"Look for experience in the resume." - LOL

“Experience is the teacher of all things”, This quote by the great Roman politician seems so powerful that even after thousands of years we still appreciate its significance. So much so that we prefer to keep experience in the top-most shell of the evaluation process. Indeed, an experience can teach you an umpteen number of things. It makes you wiser and can give you an edge in possibly every domain. Does that mean it is the only variable to look at to evaluate the skills and knowledge of someone? Give it a deep thought and you would certainly come up with a negative answer. There are numerous and relevant factors which play a very significant role in evaluating the talent of an individual.

There are many processes that simply rely on the number of years of experience, and one of them is screening resumes of candidates. The whole process becomes much more cumbersome when there is an introduction of technical resume. Why? Because, the majority of HR managers are not engineers and have a limited knowledge of programming languages. What is the result? They decide to consider the number of years of experience as only sole criteria to screen the resumes. Which should be strictly avoided as you end up getting a queue of unqualified candidates. Eventually, the interviewer then has to waste his engineering time in interviewing unqualified candidates.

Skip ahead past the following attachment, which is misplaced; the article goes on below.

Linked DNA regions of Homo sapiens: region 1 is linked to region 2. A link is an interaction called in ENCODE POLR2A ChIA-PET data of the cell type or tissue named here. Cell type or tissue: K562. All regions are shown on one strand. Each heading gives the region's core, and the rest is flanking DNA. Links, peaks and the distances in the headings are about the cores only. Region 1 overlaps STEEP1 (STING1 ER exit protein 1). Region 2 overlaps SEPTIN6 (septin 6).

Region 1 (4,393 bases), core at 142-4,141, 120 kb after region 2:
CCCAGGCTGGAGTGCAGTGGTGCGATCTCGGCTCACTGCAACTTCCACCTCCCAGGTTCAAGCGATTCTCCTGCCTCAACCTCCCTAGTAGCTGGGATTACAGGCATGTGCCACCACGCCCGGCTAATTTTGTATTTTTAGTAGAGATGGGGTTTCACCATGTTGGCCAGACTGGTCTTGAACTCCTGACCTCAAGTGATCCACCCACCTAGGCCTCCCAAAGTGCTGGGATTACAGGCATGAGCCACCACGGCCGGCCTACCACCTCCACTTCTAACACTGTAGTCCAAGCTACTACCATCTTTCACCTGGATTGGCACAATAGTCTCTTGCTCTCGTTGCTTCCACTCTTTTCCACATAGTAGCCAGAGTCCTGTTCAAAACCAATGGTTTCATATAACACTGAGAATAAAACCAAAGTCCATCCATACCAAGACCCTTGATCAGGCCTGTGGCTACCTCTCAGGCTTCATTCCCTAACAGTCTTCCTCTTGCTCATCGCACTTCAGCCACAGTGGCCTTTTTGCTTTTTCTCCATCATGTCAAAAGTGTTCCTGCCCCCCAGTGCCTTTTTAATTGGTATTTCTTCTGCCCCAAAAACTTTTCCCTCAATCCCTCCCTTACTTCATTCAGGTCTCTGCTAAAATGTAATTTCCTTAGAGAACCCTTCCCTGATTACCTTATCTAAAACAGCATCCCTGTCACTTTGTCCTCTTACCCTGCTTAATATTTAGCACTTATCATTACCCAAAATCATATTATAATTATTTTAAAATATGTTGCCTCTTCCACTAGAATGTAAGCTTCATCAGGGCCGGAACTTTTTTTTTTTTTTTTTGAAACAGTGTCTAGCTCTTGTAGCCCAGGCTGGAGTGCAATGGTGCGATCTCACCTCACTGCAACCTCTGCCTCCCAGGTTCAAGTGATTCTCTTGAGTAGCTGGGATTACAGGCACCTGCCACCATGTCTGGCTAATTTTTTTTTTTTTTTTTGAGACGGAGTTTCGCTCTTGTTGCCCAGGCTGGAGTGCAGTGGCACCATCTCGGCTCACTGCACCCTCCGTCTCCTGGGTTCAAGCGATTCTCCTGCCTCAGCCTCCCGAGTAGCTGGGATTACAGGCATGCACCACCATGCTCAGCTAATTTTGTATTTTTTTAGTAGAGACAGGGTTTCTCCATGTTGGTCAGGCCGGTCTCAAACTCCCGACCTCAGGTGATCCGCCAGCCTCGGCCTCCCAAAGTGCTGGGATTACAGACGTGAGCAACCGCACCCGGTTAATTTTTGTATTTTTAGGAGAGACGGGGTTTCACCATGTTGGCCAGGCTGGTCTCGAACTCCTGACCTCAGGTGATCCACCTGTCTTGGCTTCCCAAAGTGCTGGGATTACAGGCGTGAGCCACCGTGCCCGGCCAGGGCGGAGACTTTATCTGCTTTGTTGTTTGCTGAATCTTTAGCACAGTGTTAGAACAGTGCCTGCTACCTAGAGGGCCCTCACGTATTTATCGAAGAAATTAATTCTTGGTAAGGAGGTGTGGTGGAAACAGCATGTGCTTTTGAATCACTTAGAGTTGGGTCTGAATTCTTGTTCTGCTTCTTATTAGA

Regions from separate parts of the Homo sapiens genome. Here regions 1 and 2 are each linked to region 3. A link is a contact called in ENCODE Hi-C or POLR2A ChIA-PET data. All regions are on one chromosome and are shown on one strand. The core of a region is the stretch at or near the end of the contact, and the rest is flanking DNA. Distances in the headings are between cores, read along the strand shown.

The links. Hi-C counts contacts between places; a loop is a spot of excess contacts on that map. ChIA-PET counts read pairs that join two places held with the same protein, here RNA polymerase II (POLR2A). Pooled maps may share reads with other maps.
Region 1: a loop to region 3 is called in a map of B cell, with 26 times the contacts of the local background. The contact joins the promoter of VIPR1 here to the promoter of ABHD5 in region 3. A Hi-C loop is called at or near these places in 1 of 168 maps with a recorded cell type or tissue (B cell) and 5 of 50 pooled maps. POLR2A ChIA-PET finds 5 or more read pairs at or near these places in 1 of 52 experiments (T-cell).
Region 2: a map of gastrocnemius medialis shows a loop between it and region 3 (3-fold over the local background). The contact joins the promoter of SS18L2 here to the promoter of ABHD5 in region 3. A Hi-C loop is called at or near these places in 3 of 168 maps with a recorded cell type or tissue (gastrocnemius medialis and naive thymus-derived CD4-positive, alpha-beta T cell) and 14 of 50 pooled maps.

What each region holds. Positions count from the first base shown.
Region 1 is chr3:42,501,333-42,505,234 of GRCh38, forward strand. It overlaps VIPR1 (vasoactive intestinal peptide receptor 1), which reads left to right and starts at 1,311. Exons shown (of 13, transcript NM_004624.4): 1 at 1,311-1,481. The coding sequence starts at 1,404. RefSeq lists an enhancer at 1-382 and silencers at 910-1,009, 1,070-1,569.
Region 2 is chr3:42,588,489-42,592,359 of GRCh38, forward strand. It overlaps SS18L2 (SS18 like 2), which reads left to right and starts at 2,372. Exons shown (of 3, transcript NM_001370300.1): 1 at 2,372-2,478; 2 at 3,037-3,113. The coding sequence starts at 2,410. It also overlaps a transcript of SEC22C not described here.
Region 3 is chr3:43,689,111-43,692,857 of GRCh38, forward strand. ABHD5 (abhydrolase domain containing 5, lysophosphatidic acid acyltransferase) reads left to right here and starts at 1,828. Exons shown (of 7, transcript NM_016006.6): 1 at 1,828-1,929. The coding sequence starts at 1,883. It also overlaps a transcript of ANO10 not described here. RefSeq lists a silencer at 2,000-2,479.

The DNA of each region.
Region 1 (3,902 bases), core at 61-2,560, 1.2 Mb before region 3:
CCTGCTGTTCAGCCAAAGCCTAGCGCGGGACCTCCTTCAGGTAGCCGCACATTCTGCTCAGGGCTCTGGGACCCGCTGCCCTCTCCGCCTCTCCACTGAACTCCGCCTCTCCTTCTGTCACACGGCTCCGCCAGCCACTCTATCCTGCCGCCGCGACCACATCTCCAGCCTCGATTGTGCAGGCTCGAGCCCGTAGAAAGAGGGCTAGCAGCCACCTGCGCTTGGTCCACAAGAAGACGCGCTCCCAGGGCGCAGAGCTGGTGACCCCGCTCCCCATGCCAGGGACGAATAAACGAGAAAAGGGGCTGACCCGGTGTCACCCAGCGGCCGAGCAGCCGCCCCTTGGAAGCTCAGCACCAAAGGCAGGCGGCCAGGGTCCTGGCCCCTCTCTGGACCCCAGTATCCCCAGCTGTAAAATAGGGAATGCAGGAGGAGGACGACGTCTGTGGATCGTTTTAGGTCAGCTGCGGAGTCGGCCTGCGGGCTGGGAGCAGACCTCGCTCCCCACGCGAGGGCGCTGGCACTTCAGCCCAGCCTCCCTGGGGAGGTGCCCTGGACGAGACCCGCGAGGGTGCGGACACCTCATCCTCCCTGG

Thus, it becomes very much important to figure out the ways to screen the developers resume correctly and efficiently. Here are some of the variables other than the number of experience that an HR manager should look at to get the qualified candidates for the interview.

Skill set that is well aligned with the job requirement

There is no harm in accepting that a lot of resumes have one or two exaggerated terms related to the skills. For example, if there is an opening of Python developer and you come across a resume that has Python mentioned in the technical skills then you probably would call the candidate for an interview. This way, only in the interview would your developer find out about the candidate’s level of experience in Python. Moreover, if the candidate is not qualified enough in understanding even basic terms used in Python then you can certainly imagine the level of stress on you and your developer. Hence, it is always better to look for some relevant projects that the candidate has done while in the university or in the previous job. In this example, you could look for all the python related projects and see if the candidate has done any relevant work on it.

Frequent job change

The moment you see the number of experiences in each company where your candidate has worked in is really low (few months), you should definitely pause and think of the behaviour. No one wants to work with a person who would probably ditch your company in just a few months. Hence, it is better to understand the reason why your candidate has switched so frequently. It is always better to call the candidate and ask for the valid reason. If you feel the answer sounds a bit shaky then you wouldn’t want to call the candidate for an interview.

If time permits, you could also look for their online portfolio and see if they have contributed anything on the open source projects on Github and Stackoverflow.